"That's a very high rate of ADHD, by anyone's estimate," said psychologist Nadine M. Lambert of the University of California at Berkeley, a longtime ADHD researcher who was not involved in the current study.

In the study, researchers reviewed records of pupils enrolled in the second through fifth grades in Portsmouth and Virginia Beach. They chose those two cities because they were the most diverse in southeastern Virginia, LeFever said. Portsmouth is a small, urban, poor, mostly black district while Virginia Beach is a larger, wealthy and mostly white.

Most Common for White Boys

Researchers also found that ADHD medication was used by three times as many boys as girls and twice as many whites as blacks. Use of the medication increased as children aged. By the fifth grade, 19 percent to 20 percent of white boys received ADHD drugs.

Dr. Louis H. McCormick, a faculty member in the family medicine department at Louisiana State University medical school, said the study confirms what he has long suspected in his own 20-year practice, that kids are being over-diagnosed with ADHD.

The problem is that other conditions, such as anxiety or depression, can mimic the symptoms of ADHD, said McCormick, a family doctor in Franklin, La., who has given seminars on ADHD. He also is a member of the American Academy of Family Physicians. "We don't have a blood test to evaluate ADHD. ADHD is an educated guess," McCormick said. "...

You need better data from all 50 states to really get a handle on the prevalence."


Email Newsletter icon, E-mail Newsletter icon, Email List icon, E-mail List icon The Special Ed Advocate: It's Free!

 

Wrightslaw: Special Education Law, 2nd Edition, by Pam and Pete Wright
About the Book

Wrightslaw: All About IEPs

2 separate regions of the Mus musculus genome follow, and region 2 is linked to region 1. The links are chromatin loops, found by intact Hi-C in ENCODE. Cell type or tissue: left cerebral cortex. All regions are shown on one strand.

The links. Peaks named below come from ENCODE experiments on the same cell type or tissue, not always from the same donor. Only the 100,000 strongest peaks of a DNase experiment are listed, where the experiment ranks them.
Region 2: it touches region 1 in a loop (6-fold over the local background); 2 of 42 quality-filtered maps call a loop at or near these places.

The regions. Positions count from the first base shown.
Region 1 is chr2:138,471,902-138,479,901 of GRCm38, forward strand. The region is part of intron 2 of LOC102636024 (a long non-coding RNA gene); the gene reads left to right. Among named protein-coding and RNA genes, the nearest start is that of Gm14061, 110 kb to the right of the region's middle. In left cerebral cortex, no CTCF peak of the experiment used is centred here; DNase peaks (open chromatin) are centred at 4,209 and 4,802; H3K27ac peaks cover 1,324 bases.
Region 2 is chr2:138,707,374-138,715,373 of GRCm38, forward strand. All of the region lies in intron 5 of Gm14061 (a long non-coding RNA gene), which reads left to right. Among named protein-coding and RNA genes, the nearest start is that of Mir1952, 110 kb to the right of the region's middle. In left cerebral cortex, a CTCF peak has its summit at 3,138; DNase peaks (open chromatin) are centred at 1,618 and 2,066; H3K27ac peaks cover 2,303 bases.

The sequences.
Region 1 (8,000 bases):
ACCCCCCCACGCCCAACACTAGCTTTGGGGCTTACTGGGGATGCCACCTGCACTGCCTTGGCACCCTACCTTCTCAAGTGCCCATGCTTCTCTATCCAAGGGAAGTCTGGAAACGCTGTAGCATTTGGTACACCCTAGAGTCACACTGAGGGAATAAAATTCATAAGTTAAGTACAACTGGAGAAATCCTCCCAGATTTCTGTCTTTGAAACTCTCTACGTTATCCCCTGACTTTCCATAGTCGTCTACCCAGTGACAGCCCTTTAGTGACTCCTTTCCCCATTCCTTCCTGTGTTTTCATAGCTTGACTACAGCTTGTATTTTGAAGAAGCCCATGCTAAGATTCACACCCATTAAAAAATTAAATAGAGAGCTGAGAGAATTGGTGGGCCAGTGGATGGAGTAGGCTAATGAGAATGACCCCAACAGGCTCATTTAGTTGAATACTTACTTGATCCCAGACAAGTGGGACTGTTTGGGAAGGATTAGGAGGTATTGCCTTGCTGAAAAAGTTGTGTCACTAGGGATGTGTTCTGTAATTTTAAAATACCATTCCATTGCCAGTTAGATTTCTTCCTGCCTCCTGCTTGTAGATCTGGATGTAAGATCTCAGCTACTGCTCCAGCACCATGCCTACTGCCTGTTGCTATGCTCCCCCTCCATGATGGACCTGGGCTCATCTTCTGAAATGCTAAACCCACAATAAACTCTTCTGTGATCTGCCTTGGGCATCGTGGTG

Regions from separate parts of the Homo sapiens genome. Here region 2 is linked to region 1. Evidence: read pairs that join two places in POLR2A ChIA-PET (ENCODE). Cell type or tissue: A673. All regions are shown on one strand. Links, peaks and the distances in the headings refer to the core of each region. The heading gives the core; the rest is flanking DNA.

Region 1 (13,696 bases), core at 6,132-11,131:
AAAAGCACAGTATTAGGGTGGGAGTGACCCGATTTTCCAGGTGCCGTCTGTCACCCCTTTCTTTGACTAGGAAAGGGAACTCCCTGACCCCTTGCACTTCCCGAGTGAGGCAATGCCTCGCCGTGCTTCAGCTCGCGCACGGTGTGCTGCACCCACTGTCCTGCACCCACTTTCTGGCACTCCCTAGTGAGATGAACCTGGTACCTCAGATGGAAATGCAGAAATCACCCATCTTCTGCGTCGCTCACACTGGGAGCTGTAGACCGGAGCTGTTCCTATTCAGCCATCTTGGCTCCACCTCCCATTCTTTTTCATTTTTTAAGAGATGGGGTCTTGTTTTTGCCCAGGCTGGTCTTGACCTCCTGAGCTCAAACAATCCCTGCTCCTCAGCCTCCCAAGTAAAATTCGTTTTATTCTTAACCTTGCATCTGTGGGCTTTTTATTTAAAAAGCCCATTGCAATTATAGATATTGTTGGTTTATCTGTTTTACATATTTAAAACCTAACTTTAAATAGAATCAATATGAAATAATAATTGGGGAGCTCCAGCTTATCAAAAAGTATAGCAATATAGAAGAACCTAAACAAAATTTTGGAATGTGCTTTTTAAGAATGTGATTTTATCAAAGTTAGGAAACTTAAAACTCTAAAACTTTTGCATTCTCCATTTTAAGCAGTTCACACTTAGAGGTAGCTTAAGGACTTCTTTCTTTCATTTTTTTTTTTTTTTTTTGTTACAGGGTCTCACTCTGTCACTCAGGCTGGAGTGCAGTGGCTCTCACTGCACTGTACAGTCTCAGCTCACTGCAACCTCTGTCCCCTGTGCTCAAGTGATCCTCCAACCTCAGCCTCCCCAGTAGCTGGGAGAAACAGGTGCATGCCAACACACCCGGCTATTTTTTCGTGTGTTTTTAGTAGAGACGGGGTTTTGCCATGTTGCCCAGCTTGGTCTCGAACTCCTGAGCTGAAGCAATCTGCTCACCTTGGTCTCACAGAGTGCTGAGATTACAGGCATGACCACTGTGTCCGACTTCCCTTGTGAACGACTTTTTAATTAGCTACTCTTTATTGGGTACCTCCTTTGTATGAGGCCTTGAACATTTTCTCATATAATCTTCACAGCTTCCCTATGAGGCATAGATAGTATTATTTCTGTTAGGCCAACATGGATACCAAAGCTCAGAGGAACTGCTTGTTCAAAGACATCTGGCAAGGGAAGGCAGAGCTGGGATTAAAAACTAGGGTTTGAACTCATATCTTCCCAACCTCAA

About the Book

Wrightslaw: All About Tests and Assessments
About the Book

Surviving Due Process: Stephen Jeffers v. School Board
About the DVD Video

 

Copyright © 1998-2014, Peter W. D. Wright and Pamela Darr Wright. All rights reserved.

Contact Us | Press Mission l Our Awards l Privacy Policy l Disclaimer l Site Map

What's New!

Now Shipping!

Wrightslaw: All About Tests and Assessments
About the Book

Check it out!

Wrightslaw Store

The Advocate's Store

Get Help!

Blog the Wrightslaw

Wrightslaw on Facebook

Find us on Facebook

Wrightslaw Books

Student Discounts

Military Discounts


Wrightslaw: All About IEPs

About the Book
To Order

Wrightslaw: Special Education Law, 2nd Edition, by Pam and Pete Wright
About the Book
To Order


About the Book

To Order


Surviving Due Process: Stephen Jeffers v. School Board

About the DVD Video
To Order


To Order


Wrightslaw: No Child Left Behind

About the Book
To Order

Wrightslaw Multimedia Training


Understanding Your Child's
Test Scores (1.5 hrs)

Understanding Your Child's Test Scores

Learn More
To Order
Retail Price: $
24.95
Wrightslaw Special: $14.95

Special Education Law & Advocacy Training
(6.5 hrs)


Wrightslaw WebEx Special Education Law & Training Program (6.5 hrs)


Learn More
To Order
Retail Price: $99.95
Wrightslaw Special: $49.95